Associated British Foods is the latest in a growing trend for companies to announce better than expected results, perhaps showing that management teams were too pessimistic coming out of the first lockdown. Sadly, life has changed once again with ABF’s Primark stores being affected by new lockdown restrictions in various parts of the world, so its management had every right to be cautious earlier this year.
AJ Bell’s Russ Mould said: “The company’s results are somewhat irrelevant given the new restrictive backdrop as the figures are backward-looking. It is now having to play a waiting game, hoping that the current lockdown conditions will ease by early December so it can shift all the Christmas-themed products currently sitting on the shelves.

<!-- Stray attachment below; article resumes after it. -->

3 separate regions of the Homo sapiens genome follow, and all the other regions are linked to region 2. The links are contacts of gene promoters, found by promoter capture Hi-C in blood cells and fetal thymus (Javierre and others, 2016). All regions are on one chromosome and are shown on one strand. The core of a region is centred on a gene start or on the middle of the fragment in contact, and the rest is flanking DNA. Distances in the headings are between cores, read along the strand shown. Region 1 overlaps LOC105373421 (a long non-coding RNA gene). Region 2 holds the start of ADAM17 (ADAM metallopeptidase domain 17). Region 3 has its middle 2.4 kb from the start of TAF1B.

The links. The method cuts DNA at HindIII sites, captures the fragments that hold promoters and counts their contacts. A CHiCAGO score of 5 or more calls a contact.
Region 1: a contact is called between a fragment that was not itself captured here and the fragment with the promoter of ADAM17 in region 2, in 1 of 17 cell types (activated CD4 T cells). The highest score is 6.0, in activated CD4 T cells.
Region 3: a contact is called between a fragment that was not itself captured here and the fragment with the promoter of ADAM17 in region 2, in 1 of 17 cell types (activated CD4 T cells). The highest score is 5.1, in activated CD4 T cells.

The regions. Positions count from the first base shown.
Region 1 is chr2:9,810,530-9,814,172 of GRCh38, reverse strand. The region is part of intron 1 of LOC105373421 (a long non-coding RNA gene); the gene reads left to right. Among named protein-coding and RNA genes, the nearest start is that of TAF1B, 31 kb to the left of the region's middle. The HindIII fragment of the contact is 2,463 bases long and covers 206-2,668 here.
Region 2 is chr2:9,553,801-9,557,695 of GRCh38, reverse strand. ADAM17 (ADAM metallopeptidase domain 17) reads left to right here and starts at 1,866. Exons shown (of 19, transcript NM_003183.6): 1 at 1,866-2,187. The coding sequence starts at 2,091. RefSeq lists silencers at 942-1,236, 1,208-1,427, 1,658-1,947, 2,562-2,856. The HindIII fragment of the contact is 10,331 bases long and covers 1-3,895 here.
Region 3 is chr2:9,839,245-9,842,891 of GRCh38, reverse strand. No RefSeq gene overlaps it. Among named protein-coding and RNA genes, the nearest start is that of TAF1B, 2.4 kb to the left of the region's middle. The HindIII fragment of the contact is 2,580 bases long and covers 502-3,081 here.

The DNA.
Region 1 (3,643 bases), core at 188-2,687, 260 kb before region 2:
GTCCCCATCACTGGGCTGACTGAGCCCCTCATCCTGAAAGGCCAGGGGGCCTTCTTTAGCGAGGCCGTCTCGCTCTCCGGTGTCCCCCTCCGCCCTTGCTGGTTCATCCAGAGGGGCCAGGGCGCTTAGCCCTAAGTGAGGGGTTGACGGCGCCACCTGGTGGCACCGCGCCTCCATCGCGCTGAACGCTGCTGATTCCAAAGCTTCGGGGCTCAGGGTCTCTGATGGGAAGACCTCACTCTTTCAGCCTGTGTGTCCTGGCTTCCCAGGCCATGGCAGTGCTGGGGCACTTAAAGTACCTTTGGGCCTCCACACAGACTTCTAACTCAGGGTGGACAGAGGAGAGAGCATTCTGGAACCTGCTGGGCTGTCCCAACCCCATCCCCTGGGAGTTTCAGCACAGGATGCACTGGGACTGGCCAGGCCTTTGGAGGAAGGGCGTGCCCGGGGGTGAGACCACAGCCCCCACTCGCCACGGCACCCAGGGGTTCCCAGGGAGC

“Retailers are highly dependent on the last few months of the year to sell products and those like Primark with no internet presence are going to be left out in the cold. It all comes down to the ability to survive a bleak winter and ABF seems confident it has the financial resources to come out the other side intact.
“Over the years people have questioned why ABF has continued to operate a conglomerate structure, running a clothing business alongside food and agricultural interests. The diversification benefits are now coming into play with ABF in a much better position than many of its clothing peers because it has other business activities to fall back on.
“ABF is taking a long-term view and continuing with expansion plans across the business, while at the same time being prudent with its financial resources and not paying a dividend.
“We might look back at the current lockdown and realise it was only a very short-term disruption and so companies able to crack on now and keep planning for future growth are likely to reap the benefits down the line. However, no-one knows how long the lockdown will last and so ABF is right to remain cautious about near-term expectations for trading.”